c. Ground based nutrients
d. Air based nutrients (CO2)
e. Optimum ambient temperature
f. Temporary presence of “poisons” such as sea-salt. (I understand that un-harvested lemons if left lying on the ground around the tree will be detrimental to the lemon tree.)
So a thick ring probably denotes a warm year. A thin ring could be caused a number of reasons including low temperature but could it also be caused by excessive ambient temperature ?


As I understand the first quoted passage from Botkin’s book, after briefly describing Liebig’s law and explaining how it would be applied to tree growth, the remainder of the discussion casts that law aside as being incorrect and instead argues that the most constrained nutrient in fact does not limit the rate at which a tree grows due to an increase in other variables. Rather, the partial derivative of tree growth per season with respect to each variable is posited to be independent of the others.
On intuition, I would guess that neither approach is strictly correct. The partial derivative with respect to each nutrient is also likely a function of the amount available of other nutrients (i.e. nutrients do not act independently as modeled by Botkin) but there would not be a point where increasing any one nutrient while holding the others constant would not produce any tree growth (not strictly Liebig’s law either). That’s just a hunch, though.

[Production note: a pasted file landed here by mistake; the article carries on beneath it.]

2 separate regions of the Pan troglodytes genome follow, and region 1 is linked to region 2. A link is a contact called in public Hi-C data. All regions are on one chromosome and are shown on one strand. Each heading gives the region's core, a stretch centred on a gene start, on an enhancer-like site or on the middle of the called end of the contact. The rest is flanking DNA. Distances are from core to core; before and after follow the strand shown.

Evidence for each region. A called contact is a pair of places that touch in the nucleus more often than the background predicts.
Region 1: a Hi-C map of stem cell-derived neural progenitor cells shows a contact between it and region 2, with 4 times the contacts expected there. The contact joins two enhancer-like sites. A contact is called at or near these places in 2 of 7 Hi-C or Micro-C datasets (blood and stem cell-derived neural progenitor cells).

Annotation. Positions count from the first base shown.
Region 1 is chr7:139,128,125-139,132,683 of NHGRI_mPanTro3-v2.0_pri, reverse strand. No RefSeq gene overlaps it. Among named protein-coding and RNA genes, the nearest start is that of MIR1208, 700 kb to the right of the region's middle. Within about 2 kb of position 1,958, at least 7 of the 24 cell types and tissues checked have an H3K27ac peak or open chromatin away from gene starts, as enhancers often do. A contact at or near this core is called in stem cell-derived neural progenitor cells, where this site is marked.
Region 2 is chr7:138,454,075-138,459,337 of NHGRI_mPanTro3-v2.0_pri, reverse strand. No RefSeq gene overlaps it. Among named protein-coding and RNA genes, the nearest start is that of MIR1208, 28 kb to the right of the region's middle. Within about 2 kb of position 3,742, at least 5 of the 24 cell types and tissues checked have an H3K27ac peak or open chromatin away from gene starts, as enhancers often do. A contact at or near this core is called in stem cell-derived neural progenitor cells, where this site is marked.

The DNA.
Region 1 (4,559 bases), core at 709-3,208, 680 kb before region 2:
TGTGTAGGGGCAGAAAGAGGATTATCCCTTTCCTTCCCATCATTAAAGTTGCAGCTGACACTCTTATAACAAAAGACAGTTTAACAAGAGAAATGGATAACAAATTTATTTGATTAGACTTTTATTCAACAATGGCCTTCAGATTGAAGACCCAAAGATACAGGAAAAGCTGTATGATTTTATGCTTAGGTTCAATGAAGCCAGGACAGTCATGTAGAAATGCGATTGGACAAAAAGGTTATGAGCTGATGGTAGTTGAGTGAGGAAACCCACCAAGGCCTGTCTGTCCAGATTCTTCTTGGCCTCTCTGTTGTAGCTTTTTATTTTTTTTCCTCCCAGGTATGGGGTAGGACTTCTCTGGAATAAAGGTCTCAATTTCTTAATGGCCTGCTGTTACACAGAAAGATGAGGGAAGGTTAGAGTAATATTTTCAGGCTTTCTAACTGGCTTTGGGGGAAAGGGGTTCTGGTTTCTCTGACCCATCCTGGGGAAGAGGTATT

Regardless, the conclusion of the post is accurate. Whether a tree grows according to Botkin’s model or Liebig’s law, trying to correlate the net growth in a season to any one of the influencing factors seems nearly impossible unless you know the state of all other factors except what you are trying to correlate.


Bill Sticker and Roger Sowell point to two additional non-linearities that to my mind will absolutely have to be taken into account; i.e the radial variation in ring thickness on the same tree caused by all sorts of temporal factors such as wind, proximity to other trees, and so on.